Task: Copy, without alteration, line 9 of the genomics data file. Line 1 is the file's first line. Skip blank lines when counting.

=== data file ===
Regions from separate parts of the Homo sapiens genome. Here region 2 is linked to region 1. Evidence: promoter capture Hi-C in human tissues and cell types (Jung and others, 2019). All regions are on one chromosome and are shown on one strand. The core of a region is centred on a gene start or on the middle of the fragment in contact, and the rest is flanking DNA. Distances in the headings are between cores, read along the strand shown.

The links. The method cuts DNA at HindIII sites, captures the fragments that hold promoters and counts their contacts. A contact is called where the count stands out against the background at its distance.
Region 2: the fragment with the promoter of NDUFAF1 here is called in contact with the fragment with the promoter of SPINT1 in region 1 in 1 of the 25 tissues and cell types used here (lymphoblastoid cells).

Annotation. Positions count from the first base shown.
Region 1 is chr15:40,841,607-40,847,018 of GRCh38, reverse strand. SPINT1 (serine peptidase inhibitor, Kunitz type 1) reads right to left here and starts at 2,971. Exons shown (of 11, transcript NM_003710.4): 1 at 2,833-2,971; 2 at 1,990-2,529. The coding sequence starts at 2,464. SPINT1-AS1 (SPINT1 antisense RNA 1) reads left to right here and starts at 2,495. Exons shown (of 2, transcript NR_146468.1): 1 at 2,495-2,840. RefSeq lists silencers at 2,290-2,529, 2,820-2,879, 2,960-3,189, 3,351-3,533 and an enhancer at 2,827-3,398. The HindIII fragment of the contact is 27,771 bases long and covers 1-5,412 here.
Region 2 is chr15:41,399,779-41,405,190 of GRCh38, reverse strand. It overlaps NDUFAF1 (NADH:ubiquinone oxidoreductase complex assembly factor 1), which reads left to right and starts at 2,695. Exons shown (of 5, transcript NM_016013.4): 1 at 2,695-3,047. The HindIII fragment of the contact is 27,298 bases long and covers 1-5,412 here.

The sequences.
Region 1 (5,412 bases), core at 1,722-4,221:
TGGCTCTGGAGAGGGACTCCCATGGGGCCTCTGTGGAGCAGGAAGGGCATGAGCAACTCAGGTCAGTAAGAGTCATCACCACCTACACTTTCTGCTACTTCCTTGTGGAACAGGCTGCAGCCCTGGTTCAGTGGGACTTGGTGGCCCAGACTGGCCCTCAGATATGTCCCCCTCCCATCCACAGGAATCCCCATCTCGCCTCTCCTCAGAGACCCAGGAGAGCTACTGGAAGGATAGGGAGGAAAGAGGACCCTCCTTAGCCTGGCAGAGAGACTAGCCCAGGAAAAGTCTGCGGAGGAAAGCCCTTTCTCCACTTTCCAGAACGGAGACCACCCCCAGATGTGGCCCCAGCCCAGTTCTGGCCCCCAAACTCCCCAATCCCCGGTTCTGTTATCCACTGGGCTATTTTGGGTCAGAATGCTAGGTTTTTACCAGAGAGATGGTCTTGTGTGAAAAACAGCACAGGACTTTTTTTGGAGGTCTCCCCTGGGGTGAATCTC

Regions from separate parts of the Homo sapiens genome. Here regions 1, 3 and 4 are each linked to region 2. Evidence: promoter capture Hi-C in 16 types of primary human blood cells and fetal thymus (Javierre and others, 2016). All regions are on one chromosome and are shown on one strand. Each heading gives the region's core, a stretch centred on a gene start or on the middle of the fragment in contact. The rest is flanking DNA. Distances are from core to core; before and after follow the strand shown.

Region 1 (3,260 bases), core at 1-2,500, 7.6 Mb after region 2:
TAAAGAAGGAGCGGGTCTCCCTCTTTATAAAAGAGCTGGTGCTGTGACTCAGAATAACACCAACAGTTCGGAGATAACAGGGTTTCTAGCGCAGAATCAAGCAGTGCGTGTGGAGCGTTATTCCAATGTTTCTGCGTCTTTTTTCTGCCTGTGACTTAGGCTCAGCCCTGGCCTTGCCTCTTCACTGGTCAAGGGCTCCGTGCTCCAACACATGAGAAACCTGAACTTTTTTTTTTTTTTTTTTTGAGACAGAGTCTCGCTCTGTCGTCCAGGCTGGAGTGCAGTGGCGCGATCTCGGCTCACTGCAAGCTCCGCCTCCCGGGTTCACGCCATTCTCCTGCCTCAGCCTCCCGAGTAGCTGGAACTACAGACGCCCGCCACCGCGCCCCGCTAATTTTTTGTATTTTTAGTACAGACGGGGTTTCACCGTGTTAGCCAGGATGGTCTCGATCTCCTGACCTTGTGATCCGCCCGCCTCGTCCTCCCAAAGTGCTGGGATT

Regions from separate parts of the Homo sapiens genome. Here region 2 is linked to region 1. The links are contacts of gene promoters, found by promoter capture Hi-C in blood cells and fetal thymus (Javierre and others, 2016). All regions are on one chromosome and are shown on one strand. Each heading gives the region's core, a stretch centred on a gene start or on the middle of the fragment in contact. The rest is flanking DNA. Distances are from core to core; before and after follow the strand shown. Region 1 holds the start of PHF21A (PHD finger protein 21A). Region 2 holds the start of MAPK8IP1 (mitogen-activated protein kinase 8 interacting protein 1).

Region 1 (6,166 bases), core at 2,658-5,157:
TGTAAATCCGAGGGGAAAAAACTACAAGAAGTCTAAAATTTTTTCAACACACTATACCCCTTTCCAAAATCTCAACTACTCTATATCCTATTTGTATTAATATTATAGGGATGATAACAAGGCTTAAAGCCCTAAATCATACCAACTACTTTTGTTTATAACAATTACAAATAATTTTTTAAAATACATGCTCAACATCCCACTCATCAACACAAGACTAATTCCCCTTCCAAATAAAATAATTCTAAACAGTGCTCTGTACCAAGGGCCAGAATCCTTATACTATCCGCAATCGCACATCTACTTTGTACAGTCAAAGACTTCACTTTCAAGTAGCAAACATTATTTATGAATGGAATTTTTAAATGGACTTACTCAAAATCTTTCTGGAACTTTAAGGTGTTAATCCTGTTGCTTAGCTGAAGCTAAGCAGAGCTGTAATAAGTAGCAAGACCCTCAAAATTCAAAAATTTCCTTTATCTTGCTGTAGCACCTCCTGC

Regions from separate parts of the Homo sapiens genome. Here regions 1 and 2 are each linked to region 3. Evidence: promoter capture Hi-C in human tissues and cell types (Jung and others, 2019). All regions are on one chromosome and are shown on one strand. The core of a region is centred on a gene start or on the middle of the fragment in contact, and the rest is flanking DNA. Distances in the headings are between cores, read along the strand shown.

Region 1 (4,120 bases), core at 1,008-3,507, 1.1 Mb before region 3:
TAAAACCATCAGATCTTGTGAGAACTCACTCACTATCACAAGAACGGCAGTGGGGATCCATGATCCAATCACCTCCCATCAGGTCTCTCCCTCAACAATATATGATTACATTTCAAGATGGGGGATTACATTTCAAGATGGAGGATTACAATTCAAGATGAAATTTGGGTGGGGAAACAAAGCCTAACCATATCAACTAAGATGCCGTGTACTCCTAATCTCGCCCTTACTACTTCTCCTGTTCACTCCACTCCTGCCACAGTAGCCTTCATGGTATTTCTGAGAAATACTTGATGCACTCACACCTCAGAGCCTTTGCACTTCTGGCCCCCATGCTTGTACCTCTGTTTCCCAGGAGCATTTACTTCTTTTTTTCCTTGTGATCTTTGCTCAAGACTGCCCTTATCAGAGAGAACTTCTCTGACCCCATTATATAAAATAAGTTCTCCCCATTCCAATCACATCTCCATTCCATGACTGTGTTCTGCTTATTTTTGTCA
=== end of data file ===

TGGCTCTGGAGAGGGACTCCCATGGGGCCTCTGTGGAGCAGGAAGGGCATGAGCAACTCAGGTCAGTAAGAGTCATCACCACCTACACTTTCTGCTACTTCCTTGTGGAACAGGCTGCAGCCCTGGTTCAGTGGGACTTGGTGGCCCAGACTGGCCCTCAGATATGTCCCCCTCCCATCCACAGGAATCCCCATCTCGCCTCTCCTCAGAGACCCAGGAGAGCTACTGGAAGGATAGGGAGGAAAGAGGACCCTCCTTAGCCTGGCAGAGAGACTAGCCCAGGAAAAGTCTGCGGAGGAAAGCCCTTTCTCCACTTTCCAGAACGGAGACCACCCCCAGATGTGGCCCCAGCCCAGTTCTGGCCCCCAAACTCCCCAATCCCCGGTTCTGTTATCCACTGGGCTATTTTGGGTCAGAATGCTAGGTTTTTACCAGAGAGATGGTCTTGTGTGAAAAACAGCACAGGACTTTTTTTGGAGGTCTCCCCTGGGGTGAATCTC